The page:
If the MATLAB.devTools are already configured, procedure [1] updates the fork (if necessary) and initialises a new branch with a name requested during the process. Once the contribution is initialised, files can be added, modified or deleted in the fork-cobratoolbox folder. A contribution is successfully initialised when the user is presented with a brief summary of configuration details. Instructions on how to proceed are also provided.

The location of the fork must be specified as the root directory. There will be a warning issued if the path already contains another git-tracked repository.

### Continue an existing contribution¶

An existing contribution can be continued after a while. This step is particularly important in order to retrieve all changes that have been made to the opencobra repository in the meantime.

>> contribute % then select procedure [2]


Procedure [2] pulls all changes from the opencobra repository, and rebases the existing contribution. In other words, existing commits are shifted forward and placed after all commits made on the develop branch of the opencobra repository.

Before attempting to continue working on an existing feature, make sure that you published your commits.

### Publish a contribution¶

Publishing a contribution means uploading the incremental code changes to the fork. The changes are available in public, but not yet available in the opencobra repository. A contribution may only be accepted in the official repository once a pull request has been submitted. It is not necessary to open a pull request if you want to simply upload your contribution to your fork.

>> contribute % then select procedure [3]


When running procedure [3], you have two options:

• Option A Simple contribution without opening a pull request: All changes to the code are individually listed and the user is asked explicitly which changes shall be added to the commit. Once all changes have been added, a commit message must be entered. Upon confirmation, the changes are pushed to the online fork automatically.
• Option B Publishing and opening a pull request: The procedure for submitting a pull request is the same as option (A) with the difference that when selecting to open a pull request, a link is provided that leads to a pre-configured website according to the contributing guidelines. The pull request is then one click away.

After following procedures [1] and [2], all changes should be published using procedure [3] before stopping to work on that contribution. When following procedure [3], the incremental changes are uploaded to the remote server. It is advised to publish often, and make small incremental changes to the code. There is no need for opening a pull request immediately (option A) if there are more changes to be made. A pull request may be opened at any time, even manually directly from the Github website.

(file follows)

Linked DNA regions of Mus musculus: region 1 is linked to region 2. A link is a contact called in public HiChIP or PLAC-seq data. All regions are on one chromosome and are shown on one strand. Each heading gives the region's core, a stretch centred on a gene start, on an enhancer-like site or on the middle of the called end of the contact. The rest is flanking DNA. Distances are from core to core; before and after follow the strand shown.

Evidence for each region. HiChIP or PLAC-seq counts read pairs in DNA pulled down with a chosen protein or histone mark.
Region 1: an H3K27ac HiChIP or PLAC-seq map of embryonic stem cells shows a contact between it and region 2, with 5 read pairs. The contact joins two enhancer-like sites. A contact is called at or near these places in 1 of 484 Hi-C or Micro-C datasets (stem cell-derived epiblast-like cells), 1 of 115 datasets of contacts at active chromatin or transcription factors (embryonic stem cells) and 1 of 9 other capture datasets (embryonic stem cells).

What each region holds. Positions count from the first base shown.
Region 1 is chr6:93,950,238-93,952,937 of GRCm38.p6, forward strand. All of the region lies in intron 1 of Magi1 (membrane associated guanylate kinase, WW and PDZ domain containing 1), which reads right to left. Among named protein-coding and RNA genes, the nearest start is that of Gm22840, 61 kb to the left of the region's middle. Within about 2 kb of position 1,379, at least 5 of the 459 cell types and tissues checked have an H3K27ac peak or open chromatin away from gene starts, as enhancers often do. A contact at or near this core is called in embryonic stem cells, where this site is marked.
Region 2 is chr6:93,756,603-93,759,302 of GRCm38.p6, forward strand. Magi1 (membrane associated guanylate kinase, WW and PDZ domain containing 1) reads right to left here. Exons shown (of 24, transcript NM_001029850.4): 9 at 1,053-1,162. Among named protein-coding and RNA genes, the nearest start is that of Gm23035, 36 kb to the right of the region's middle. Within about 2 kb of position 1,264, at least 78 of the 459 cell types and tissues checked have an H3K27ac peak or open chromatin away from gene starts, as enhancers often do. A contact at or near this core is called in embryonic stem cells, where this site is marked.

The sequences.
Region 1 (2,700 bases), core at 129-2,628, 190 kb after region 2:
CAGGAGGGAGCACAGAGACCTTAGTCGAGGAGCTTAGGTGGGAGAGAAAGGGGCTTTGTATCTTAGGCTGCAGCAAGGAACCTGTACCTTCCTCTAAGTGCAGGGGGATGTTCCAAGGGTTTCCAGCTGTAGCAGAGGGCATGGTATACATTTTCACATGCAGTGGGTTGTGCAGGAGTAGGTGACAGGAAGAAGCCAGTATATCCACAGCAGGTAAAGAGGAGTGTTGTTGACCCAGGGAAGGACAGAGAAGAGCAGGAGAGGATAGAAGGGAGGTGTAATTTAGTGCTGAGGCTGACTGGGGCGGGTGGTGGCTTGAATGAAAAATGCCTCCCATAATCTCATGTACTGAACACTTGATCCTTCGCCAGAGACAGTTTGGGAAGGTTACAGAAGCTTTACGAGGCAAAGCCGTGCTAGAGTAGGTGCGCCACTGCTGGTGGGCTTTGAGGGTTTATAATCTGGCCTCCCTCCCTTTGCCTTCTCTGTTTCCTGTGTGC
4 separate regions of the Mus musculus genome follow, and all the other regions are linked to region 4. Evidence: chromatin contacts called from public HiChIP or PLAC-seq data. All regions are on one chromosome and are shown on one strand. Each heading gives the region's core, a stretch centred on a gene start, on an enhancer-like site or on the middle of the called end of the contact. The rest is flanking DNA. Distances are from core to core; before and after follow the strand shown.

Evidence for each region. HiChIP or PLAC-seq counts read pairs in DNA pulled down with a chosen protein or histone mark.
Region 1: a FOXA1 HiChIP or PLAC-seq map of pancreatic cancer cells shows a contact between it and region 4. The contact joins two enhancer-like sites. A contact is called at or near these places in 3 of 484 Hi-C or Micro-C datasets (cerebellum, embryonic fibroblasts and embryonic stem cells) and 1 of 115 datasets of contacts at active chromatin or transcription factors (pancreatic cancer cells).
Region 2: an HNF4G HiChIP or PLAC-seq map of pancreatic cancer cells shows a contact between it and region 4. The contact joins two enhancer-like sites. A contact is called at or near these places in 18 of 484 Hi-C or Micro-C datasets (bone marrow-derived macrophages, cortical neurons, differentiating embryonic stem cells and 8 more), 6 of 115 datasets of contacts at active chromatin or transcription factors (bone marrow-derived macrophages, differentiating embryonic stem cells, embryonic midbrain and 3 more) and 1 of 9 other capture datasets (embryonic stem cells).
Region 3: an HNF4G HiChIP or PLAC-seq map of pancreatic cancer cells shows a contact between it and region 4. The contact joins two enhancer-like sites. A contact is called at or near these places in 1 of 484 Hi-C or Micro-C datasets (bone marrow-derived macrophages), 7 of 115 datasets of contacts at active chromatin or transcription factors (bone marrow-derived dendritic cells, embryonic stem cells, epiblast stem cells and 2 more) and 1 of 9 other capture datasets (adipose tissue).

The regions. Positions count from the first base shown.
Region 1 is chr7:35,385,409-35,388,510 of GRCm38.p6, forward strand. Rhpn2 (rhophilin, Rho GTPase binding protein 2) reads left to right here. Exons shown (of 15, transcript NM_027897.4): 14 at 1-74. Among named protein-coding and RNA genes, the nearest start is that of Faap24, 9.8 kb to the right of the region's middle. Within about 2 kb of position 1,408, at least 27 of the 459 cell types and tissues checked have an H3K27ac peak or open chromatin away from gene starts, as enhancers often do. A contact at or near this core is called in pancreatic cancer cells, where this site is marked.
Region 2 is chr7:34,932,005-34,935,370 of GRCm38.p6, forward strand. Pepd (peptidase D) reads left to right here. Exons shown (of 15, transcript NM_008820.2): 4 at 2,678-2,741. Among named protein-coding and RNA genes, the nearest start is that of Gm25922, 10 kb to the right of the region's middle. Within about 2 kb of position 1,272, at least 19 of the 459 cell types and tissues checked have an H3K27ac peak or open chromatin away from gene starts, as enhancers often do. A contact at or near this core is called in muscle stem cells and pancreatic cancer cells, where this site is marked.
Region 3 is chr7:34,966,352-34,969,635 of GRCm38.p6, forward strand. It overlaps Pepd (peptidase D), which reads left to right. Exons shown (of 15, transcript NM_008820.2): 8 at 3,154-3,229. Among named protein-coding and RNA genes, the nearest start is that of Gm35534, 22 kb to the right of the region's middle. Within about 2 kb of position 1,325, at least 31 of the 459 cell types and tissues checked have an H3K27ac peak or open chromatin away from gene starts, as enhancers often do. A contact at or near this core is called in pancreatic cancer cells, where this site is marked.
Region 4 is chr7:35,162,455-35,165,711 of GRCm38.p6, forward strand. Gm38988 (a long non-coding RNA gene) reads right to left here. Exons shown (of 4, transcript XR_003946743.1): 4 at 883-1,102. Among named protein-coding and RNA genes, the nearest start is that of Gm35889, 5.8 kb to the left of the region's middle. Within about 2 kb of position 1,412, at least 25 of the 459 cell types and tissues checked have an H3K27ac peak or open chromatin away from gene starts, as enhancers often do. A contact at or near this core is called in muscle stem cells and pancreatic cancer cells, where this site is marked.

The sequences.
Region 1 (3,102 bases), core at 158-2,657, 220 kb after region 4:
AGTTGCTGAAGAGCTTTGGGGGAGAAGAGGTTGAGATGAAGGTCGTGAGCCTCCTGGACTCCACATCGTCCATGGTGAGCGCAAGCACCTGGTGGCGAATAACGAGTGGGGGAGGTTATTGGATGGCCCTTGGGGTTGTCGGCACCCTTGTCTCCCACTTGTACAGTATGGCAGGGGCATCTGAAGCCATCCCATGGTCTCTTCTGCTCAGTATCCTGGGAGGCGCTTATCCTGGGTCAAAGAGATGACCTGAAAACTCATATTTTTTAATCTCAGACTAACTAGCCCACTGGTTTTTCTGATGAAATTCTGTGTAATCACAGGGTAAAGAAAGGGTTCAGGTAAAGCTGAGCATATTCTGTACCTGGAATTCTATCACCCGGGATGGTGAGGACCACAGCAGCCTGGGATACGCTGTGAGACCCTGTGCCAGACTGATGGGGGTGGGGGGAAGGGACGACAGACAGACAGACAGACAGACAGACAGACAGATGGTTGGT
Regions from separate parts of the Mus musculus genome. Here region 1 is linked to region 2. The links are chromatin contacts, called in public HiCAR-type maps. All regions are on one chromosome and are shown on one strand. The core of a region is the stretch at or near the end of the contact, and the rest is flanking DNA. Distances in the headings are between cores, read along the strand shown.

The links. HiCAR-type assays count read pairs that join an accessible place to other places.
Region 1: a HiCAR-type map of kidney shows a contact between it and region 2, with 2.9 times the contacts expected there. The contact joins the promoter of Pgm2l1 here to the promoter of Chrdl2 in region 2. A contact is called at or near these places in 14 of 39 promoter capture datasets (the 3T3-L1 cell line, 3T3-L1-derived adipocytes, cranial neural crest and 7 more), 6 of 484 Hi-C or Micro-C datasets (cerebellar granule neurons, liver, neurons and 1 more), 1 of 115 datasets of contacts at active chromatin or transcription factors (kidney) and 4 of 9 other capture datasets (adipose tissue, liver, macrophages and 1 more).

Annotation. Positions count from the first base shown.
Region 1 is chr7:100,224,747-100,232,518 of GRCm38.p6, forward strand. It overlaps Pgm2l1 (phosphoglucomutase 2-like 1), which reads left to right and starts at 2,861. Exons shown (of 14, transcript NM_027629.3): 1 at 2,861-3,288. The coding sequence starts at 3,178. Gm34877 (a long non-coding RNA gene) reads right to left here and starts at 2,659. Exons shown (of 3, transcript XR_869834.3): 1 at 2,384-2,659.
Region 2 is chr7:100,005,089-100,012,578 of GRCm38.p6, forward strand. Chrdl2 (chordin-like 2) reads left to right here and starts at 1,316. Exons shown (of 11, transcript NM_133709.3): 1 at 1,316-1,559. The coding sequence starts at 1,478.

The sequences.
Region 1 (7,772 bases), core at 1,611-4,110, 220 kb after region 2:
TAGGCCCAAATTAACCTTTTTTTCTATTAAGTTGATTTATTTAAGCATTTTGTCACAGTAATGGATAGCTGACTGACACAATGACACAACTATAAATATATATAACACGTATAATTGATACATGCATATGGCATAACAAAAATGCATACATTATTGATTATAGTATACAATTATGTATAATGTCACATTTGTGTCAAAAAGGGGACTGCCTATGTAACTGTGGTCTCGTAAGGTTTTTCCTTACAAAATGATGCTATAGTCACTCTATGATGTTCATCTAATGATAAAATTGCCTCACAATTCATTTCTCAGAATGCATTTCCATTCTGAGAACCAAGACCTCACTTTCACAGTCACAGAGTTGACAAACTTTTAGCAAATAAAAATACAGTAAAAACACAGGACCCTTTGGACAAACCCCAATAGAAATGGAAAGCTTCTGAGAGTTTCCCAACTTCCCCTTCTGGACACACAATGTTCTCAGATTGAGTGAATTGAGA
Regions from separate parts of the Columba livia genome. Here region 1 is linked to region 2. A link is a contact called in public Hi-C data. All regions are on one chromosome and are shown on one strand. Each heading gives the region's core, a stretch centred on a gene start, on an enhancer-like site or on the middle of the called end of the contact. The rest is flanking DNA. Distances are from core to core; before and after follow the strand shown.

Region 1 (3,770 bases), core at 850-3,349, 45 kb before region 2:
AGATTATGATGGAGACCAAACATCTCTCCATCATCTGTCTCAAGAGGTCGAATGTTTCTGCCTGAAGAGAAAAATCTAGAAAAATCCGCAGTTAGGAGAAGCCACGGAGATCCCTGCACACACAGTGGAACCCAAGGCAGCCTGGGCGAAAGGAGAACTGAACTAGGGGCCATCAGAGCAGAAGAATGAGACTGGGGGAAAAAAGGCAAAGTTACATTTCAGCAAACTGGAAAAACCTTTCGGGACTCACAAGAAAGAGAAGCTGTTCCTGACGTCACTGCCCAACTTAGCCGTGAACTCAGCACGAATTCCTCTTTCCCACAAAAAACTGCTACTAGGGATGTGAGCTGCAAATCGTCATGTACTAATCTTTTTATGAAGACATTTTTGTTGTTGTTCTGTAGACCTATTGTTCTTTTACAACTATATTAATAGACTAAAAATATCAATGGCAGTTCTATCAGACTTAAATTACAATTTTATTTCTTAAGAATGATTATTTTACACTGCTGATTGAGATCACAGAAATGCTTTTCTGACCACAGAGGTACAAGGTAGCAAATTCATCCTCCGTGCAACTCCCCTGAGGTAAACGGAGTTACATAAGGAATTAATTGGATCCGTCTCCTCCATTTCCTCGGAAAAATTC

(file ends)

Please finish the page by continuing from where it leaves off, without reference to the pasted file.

### Deleting a contribution¶

If a contribution has been merged into the develop branch of the opencobra repository (accepted pull request), the contribution (branch) can be safely deleted both locally and remotely on the fork by running contribute and selecting procedure [4].

Note that deleting a contribution deletes all the changes that have been made on that branch. It is not possible to selectively delete a commit using the MATLAB.devTools. Instead, create a new branch by following procedure [1], and follow the instructions to cherry-pick (see Troubleshooting).

Make sure that your changes are either merged or saved locally if you need them. Once procedure [4] is concluded, all changes on the deleted branch are removed, both locally and remotely. No commits can be recovered.

It is sometimes useful to simply update the fork without starting a new contribution. The local fork can be updated using procedure [5] of the contribute menu.

>> contribute % then select procedure [5]


Before updating your fork, make sure that no changes are present in the local directory fork-cobratoolbox. You can do so by typing:

>> checkStatus


If there are changes listed, publish them by selecting procedure [3] of the contribute menu.

## COBRA.tutorials¶

If you want to use the MATLAB.devTools when contributing to the COBRA.tutorials, you can simply configure the MATLAB.devTools on-the-fly by typing:

>> contribute('opencobra/COBRA.tutorials')


In case of troubleshooting, please refer this <>__ section.

## Other repository¶

The MATLAB.devTools can only be used with publicly accessible repositories.

If you want to use the MATLAB.devTools with a repository other than the default repository, you may run:

>> contribute('userName/repositoryName')


where userName is the name on Github of the organization or the user, and repositoryName is the name of the repository. The URL of the repository would be https://github.com/userName/repositoryName. Please note that this command looks for a repository on github.com.